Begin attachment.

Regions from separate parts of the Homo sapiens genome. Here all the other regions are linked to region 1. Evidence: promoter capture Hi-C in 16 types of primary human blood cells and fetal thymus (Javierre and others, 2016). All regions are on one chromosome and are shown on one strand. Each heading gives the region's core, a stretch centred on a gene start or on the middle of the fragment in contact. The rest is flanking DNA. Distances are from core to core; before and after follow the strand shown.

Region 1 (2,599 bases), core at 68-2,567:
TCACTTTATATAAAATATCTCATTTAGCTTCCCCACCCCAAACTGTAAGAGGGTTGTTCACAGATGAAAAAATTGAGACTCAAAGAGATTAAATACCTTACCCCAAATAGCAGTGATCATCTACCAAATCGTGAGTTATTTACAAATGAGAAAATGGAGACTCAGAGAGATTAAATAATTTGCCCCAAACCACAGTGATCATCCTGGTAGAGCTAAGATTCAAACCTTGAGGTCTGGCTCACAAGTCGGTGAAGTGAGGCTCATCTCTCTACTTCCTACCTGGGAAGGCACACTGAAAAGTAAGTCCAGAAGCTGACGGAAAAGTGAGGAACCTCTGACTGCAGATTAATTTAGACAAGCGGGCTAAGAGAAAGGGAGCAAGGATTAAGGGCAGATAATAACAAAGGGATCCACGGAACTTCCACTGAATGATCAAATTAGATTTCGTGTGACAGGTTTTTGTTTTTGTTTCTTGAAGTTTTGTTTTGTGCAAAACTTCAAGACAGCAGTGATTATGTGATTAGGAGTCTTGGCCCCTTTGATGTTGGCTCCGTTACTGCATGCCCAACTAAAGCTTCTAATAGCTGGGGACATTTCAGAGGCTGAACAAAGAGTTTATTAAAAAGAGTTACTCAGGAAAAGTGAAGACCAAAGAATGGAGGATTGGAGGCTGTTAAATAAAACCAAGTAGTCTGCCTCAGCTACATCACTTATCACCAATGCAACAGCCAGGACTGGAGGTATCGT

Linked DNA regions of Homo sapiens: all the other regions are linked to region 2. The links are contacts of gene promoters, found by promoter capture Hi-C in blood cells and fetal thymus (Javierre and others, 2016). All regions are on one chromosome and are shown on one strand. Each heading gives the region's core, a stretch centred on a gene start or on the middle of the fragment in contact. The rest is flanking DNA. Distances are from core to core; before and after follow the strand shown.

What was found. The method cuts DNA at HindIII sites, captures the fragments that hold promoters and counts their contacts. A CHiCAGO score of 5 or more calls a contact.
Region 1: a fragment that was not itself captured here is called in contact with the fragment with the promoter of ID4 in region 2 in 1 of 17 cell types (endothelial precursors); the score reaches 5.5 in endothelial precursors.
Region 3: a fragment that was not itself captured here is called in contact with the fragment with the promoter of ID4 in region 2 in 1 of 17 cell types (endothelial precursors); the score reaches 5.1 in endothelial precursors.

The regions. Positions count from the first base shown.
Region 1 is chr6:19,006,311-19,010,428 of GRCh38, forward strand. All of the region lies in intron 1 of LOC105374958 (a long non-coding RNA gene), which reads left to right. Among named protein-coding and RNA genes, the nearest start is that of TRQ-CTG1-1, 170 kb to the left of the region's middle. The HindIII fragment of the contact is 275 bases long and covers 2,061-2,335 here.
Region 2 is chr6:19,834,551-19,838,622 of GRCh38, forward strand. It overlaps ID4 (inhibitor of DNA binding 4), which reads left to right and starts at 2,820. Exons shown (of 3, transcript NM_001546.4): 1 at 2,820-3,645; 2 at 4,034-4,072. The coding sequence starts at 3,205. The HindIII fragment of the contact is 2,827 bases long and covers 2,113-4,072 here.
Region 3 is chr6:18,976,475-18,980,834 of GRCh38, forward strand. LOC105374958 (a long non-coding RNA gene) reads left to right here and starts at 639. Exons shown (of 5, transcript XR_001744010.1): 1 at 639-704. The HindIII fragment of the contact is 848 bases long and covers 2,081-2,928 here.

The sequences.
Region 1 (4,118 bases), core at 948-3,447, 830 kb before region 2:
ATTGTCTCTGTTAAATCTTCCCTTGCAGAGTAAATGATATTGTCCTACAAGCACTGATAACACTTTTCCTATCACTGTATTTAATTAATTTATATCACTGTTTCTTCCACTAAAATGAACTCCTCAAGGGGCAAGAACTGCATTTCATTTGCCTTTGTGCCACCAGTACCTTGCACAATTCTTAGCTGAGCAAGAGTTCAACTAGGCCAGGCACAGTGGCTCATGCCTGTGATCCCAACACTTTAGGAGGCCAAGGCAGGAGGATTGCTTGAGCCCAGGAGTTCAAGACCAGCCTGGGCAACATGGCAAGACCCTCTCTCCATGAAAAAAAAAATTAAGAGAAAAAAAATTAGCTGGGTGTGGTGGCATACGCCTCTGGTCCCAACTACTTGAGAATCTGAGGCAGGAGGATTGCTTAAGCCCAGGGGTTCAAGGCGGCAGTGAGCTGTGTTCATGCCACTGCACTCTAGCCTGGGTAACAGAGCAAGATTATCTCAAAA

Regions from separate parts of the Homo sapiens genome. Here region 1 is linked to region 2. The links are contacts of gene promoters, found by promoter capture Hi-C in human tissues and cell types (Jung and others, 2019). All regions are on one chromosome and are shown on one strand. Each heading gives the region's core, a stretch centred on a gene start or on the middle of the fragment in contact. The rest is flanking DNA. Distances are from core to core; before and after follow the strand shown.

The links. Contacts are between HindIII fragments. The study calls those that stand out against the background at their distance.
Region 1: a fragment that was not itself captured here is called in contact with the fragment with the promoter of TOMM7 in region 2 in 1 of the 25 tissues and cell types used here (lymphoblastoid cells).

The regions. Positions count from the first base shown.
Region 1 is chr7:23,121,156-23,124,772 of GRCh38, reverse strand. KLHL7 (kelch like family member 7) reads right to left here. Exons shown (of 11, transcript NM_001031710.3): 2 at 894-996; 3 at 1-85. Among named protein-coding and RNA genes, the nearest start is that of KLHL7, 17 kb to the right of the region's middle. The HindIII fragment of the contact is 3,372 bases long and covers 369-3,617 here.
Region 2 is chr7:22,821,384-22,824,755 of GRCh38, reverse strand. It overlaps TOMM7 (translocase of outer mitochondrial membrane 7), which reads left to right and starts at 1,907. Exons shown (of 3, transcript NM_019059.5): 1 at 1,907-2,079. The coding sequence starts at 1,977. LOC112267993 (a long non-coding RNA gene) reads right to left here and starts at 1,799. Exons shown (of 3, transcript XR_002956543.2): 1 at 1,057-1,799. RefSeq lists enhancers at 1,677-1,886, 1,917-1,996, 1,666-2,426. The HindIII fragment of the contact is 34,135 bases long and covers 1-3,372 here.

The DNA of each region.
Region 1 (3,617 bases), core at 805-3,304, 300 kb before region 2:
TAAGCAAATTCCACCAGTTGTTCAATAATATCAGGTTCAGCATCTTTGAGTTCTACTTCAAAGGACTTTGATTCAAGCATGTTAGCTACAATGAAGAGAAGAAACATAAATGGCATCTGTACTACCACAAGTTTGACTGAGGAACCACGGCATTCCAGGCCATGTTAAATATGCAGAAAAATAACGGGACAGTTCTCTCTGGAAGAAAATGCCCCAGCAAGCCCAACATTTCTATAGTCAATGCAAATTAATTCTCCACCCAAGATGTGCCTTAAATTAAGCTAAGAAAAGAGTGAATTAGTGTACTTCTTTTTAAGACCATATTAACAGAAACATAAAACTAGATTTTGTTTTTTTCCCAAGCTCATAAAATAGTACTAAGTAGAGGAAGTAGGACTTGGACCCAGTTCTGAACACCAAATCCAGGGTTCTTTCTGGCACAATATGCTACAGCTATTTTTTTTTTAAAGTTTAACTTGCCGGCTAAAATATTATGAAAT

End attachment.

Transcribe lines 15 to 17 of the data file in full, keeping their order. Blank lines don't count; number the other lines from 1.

Regions from separate parts of the Homo sapiens genome. Here region 1 is linked to region 2. The links are contacts of gene promoters, found by promoter capture Hi-C in human tissues and cell types (Jung and others, 2019). All regions are on one chromosome and are shown on one strand. Each heading gives the region's core, a stretch centred on a gene start or on the middle of the fragment in contact. The rest is flanking DNA. Distances are from core to core; before and after follow the strand shown.

The links. Contacts are between HindIII fragments. The study calls those that stand out against the background at their distance.
Region 1: a fragment that was not itself captured here is called in contact with the fragment with the promoter of TOMM7 in region 2 in 1 of the 25 tissues and cell types used here (lymphoblastoid cells).